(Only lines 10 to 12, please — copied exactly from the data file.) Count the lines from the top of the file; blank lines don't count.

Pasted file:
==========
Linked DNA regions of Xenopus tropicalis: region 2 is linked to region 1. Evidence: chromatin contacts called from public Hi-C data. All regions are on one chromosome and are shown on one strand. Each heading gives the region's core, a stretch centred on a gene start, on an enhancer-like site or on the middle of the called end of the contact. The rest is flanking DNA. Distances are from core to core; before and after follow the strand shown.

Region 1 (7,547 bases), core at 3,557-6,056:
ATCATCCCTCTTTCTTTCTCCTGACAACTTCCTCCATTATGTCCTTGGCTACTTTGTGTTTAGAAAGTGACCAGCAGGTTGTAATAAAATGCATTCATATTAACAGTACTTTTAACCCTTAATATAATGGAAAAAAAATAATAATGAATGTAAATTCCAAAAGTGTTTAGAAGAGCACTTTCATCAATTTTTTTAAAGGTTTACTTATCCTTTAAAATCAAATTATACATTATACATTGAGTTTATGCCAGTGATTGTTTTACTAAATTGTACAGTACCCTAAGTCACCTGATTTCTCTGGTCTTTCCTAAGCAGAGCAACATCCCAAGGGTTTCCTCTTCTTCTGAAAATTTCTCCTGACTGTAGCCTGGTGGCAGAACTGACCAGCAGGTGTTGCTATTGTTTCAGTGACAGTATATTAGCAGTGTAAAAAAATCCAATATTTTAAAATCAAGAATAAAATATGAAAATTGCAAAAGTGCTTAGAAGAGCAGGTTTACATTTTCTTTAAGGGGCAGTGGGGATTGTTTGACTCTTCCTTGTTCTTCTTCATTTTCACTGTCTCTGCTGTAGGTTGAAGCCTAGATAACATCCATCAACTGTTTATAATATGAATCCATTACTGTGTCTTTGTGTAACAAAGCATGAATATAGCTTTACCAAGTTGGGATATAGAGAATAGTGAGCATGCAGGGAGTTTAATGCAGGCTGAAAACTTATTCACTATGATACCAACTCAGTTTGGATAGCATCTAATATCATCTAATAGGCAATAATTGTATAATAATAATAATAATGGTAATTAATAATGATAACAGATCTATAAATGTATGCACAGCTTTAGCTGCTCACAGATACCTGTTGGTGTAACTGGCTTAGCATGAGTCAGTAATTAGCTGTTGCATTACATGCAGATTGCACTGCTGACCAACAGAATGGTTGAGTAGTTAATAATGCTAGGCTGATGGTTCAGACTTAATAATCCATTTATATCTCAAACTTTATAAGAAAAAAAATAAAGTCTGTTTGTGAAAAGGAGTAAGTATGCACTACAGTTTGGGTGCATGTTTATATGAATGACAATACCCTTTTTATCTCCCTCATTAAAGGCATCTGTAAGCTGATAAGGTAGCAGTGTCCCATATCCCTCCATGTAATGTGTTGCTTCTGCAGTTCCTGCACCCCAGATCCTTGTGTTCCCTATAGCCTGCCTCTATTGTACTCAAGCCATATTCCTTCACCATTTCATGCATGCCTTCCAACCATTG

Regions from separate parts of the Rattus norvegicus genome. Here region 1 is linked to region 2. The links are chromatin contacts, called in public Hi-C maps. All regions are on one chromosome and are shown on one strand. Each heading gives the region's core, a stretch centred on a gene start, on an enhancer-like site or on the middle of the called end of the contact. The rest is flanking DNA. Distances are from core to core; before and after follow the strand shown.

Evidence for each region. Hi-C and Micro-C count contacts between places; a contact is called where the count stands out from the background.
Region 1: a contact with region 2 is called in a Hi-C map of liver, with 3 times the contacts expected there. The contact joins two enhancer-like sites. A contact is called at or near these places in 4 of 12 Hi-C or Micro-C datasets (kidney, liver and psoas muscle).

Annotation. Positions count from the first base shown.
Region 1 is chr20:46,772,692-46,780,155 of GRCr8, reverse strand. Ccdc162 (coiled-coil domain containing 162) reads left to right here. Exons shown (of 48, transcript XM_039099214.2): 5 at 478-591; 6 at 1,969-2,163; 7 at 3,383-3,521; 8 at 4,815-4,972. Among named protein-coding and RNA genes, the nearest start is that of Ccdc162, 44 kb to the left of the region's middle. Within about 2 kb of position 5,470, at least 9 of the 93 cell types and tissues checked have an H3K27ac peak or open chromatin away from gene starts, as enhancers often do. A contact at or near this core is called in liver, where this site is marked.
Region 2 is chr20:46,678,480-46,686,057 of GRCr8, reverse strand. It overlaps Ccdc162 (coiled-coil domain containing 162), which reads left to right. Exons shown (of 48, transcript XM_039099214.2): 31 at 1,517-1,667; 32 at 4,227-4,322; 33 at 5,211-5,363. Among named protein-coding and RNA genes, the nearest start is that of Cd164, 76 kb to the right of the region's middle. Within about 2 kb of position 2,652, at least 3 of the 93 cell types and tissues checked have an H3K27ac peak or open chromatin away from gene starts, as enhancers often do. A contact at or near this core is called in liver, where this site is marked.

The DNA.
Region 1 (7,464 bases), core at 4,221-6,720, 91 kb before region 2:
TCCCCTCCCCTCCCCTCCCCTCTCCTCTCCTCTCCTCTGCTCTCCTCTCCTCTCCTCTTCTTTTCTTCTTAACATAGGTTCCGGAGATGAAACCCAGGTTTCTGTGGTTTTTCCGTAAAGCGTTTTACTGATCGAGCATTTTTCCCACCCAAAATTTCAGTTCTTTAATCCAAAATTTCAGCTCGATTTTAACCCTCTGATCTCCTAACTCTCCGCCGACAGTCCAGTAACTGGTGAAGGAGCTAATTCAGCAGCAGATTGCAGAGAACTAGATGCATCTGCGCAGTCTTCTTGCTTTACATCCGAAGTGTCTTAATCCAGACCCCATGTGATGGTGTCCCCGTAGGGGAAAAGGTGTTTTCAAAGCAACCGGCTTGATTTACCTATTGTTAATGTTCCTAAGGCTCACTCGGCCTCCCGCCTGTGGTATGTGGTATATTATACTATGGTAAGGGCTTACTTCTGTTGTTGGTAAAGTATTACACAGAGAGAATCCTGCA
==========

The DNA.
Region 1 (7,464 bases), core at 4,221-6,720, 91 kb before region 2:
TCCCCTCCCCTCCCCTCCCCTCTCCTCTCCTCTCCTCTGCTCTCCTCTCCTCTCCTCTTCTTTTCTTCTTAACATAGGTTCCGGAGATGAAACCCAGGTTTCTGTGGTTTTTCCGTAAAGCGTTTTACTGATCGAGCATTTTTCCCACCCAAAATTTCAGTTCTTTAATCCAAAATTTCAGCTCGATTTTAACCCTCTGATCTCCTAACTCTCCGCCGACAGTCCAGTAACTGGTGAAGGAGCTAATTCAGCAGCAGATTGCAGAGAACTAGATGCATCTGCGCAGTCTTCTTGCTTTACATCCGAAGTGTCTTAATCCAGACCCCATGTGATGGTGTCCCCGTAGGGGAAAAGGTGTTTTCAAAGCAACCGGCTTGATTTACCTATTGTTAATGTTCCTAAGGCTCACTCGGCCTCCCGCCTGTGGTATGTGGTATATTATACTATGGTAAGGGCTTACTTCTGTTGTTGGTAAAGTATTACACAGAGAGAATCCTGCA